Canada Releases New Space Policy Framework

Canada Releases New Space Policy Framework

Canada’s Minister of Industry, James Moore, and the President of the Canadian Space Agency (CSA), Gen. (Ret.) Walter Natynczyk, released Canada’s new framework for space policy today.

The policy starts out by saying that “space is increasingly congested, contested and competitive,” a line popularized by the U.S. Government since the beginning of the Obama Administration, but quickly focuses in on Canadian national interests.  The five core principles of the framework are:

  • Canadian Interests First.   “National sovereignty, security and prosperity will be the key drivers of Canada’s activities in space.”
  • Positioning the Private Sector at the Forefront of Space Activities.  The Canadian government will focus on “supporting the domestic space industry” and “utilizing industry where industry has greater capacity, knowledge and skill” or “can be more efficient and cost-effective.”
  • Progress Through Partnerships.  Including international collaboration, while protecting “Canadian technologies and data from theft or from falling into the hands of hostile interests” through “effective export control and regulatory measures.”
  • Excellence in Key Capabilities.  From “telecommunication to remote sensing to robotics” while “keeping a close watch on new niches of technological accomplishment.”
  • Inspiring Canadians.  “Space is a highly visible means of motivating young Canadians to pursue careers in science, technology, engineering and math.”

The policy goes on to identify four “avenues of strategic action” for its implementation:

  • Commercialization
  • Research and Development
  • Exploration of Space
  • Stewardship, Management and Accountability

The last avenue calls for establishing a Canadian Space Advisory Council chaired by the President of CSA.  “At the same time, the Government will empower a committee chaired by a Deputy Minister to review objectives and expenditures.”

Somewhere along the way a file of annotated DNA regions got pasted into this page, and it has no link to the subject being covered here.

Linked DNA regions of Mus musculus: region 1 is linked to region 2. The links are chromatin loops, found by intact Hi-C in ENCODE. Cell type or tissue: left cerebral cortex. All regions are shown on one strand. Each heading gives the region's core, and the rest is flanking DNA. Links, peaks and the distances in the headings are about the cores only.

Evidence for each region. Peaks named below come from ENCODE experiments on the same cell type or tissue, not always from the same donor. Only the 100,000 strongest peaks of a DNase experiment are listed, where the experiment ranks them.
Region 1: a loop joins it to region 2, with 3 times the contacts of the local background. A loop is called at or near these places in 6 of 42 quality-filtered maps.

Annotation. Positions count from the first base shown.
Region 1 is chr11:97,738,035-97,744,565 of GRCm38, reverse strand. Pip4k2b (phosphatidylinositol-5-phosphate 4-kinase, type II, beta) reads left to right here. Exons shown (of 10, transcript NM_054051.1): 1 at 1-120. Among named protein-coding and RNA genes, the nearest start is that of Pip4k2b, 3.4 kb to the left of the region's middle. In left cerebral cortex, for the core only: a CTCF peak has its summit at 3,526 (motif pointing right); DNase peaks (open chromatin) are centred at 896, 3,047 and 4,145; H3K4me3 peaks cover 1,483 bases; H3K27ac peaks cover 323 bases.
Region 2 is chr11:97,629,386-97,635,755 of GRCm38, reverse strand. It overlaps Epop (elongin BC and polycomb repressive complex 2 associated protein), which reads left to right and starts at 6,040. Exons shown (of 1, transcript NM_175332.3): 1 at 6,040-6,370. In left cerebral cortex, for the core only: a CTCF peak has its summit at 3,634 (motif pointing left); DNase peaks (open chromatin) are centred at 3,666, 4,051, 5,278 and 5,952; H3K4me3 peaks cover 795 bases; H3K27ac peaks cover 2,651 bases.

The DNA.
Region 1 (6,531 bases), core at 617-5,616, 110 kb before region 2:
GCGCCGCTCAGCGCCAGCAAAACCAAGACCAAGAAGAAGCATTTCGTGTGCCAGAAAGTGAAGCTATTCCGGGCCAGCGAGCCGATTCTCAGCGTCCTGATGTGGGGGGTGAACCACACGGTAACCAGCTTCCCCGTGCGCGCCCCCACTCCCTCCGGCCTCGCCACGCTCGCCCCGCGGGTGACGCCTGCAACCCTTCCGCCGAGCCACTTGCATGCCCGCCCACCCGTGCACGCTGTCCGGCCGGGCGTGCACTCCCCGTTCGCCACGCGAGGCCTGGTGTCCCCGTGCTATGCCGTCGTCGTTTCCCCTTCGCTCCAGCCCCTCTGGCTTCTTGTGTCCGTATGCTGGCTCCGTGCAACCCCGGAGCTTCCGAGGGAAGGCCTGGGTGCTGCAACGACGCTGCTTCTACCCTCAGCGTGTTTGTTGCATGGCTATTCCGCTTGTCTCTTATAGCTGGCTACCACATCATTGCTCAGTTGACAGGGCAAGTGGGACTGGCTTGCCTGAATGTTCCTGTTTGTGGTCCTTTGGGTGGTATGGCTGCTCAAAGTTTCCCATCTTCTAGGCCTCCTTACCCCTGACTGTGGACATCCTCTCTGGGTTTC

The statement ends by asserting that “It is imperative, then, that Canada remain in the vanguard of space research and application.  This framework provides the policy blueprint for Canada to do so.”

The report states that Canada’s space industry provides 8,000 skilled jobs and contributes $3.33 billion to Canada’s economy annually.

CSA receives about $300 million a year from the Canadian government.  It is probably best known as a partner with the United States on the space shuttle and International Space Station (ISS) programs with its Canadarm and Canadarm2 robotic arms, as well as Dextre, the “hand” that goes with Canadarm2.   A number of Canadian astronauts have flown on the shuttle and ISS, perhaps most famously Chris Hadfield who was the first Canadian ISS commander and captivated global audiences with his rendition of David Bowie’s Space Oddity (“Major Tom”). 

Canada also has an extensive space applications program.  It is a leader in radar remote sensing from space with its Radarsat satellites and was the first country with a geostationary communications satellite, Anik, to serve domestic (rather than international) needs.  (The United States launched Anik and many other Canadian satellites. Canada does not have its own orbital launch site.)

It also has space science programs, some in partnership with the United States or the European Space Agency.  At an event earlier this week at NASA’s Goddard Space Flight Center on the status of the James Webb Space Telescope, Senator Barbara Mikulski called for a special round of applause for Canada — “one of the most wonderful neighbors you could have in the world.”

From a national security space standpoint, in 1957, Canada and the United States formed what is now called the North American Aerospace Defense Command (NORAD) that is charged with aerospace warning and aerospace control, including monitoring of man-made objects in space and detection, validation and warning of attack against North America by aircraft, missiles or space vehicles.

User Comments has the right (but not the obligation) to monitor the comments and to remove any materials it deems inappropriate.  We do not post comments that include links to other websites since we have no control over that content nor can we verify the security of such links.